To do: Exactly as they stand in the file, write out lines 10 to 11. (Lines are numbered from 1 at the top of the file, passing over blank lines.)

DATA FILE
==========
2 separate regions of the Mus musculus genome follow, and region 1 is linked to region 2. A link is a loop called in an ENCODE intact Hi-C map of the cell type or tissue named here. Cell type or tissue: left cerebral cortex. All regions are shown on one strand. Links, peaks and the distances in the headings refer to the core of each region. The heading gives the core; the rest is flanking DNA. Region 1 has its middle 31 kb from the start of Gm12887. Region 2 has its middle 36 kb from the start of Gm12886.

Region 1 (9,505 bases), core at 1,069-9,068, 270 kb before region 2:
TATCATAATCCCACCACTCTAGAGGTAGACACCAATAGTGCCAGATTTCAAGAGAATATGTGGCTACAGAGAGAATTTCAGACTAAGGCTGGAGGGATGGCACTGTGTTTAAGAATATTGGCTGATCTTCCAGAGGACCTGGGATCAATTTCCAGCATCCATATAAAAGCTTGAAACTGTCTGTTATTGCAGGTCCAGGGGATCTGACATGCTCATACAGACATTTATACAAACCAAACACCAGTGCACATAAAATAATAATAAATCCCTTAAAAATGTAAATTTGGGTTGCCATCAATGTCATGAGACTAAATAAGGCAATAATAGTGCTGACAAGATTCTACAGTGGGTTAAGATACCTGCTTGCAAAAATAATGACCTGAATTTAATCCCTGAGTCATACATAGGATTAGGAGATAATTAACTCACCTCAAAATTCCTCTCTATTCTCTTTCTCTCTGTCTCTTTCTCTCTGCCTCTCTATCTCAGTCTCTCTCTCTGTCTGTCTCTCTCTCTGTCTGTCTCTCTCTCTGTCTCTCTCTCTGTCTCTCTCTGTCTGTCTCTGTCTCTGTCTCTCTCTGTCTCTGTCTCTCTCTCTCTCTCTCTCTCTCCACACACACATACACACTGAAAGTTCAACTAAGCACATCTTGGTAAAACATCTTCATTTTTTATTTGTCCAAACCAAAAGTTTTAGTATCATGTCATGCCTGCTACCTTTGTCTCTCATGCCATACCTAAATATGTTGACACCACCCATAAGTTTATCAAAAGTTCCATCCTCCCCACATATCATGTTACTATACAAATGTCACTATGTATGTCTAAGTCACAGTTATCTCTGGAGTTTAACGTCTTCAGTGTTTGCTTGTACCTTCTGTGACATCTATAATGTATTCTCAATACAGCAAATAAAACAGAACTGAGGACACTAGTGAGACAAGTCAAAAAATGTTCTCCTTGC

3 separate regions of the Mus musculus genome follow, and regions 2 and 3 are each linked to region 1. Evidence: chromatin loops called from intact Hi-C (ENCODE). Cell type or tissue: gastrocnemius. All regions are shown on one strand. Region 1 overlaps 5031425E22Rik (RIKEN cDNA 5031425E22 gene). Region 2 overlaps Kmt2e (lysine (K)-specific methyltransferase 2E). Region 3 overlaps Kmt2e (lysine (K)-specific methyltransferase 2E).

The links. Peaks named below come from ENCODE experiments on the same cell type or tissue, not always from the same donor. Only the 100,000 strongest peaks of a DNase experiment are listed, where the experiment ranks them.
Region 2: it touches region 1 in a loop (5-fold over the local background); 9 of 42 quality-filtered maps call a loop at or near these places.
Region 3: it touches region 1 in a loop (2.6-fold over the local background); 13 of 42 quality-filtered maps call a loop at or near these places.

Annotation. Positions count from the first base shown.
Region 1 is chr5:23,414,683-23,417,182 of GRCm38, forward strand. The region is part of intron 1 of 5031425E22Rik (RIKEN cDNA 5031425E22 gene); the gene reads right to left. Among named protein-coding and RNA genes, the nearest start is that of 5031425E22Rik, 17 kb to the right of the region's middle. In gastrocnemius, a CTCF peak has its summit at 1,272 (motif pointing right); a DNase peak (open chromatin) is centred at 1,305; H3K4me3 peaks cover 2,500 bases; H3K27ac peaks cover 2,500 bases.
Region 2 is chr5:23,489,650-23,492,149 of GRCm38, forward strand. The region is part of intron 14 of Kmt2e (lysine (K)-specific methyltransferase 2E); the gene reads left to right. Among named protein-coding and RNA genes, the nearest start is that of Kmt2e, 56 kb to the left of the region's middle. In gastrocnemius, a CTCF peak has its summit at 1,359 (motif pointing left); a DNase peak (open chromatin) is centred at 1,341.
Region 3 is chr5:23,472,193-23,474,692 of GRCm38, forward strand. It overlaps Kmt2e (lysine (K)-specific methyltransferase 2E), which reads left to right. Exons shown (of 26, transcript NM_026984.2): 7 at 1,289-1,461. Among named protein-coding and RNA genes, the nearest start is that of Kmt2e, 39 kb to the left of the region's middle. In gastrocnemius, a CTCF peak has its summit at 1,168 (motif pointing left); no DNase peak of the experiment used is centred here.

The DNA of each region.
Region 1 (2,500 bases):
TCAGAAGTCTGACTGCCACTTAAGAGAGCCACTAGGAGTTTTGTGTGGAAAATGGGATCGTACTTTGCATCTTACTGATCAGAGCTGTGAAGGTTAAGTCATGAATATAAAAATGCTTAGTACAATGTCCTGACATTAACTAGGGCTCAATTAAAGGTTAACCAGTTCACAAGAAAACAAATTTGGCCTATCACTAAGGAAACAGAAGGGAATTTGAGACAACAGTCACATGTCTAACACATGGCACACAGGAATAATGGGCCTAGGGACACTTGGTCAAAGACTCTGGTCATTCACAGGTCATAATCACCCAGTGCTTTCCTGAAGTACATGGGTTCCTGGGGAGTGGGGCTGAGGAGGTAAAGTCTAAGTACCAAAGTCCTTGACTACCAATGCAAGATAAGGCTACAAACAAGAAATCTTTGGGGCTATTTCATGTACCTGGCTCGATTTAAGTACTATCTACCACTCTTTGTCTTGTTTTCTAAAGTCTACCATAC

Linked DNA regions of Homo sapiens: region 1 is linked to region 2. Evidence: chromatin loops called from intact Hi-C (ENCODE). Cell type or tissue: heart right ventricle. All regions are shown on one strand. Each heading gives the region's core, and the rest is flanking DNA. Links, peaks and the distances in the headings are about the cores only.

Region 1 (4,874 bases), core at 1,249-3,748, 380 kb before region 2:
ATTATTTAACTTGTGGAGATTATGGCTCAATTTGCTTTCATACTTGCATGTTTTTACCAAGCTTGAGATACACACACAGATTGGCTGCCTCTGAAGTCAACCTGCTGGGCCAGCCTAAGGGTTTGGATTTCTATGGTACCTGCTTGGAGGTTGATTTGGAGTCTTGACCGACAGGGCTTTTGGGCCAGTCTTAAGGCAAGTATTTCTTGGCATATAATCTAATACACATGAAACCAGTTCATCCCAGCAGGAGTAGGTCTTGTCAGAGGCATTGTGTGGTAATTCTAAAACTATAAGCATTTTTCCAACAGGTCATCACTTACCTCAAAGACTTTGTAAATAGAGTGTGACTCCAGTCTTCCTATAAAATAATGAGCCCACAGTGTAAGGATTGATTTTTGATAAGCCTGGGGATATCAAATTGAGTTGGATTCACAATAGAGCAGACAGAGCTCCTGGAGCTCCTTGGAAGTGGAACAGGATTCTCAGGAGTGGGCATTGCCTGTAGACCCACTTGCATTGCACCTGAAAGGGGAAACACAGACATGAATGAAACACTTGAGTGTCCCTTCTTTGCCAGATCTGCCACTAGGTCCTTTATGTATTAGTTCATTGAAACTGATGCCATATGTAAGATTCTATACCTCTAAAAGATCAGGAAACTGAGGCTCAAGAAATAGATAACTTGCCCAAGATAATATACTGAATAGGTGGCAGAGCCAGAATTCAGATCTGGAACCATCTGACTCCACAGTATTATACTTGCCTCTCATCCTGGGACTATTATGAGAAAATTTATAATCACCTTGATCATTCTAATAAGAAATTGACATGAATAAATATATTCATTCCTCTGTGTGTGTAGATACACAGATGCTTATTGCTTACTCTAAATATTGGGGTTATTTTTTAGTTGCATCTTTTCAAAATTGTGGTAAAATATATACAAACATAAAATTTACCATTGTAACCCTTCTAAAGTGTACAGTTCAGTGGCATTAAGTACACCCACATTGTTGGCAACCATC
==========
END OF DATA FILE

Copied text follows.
Region 2 is chr5:23,489,650-23,492,149 of GRCm38, forward strand. The region is part of intron 14 of Kmt2e (lysine (K)-specific methyltransferase 2E); the gene reads left to right. Among named protein-coding and RNA genes, the nearest start is that of Kmt2e, 56 kb to the left of the region's middle. In gastrocnemius, a CTCF peak has its summit at 1,359 (motif pointing left); a DNase peak (open chromatin) is centred at 1,341.
Region 3 is chr5:23,472,193-23,474,692 of GRCm38, forward strand. It overlaps Kmt2e (lysine (K)-specific methyltransferase 2E), which reads left to right. Exons shown (of 26, transcript NM_026984.2): 7 at 1,289-1,461. Among named protein-coding and RNA genes, the nearest start is that of Kmt2e, 39 kb to the left of the region's middle. In gastrocnemius, a CTCF peak has its summit at 1,168 (motif pointing left); no DNase peak of the experiment used is centred here.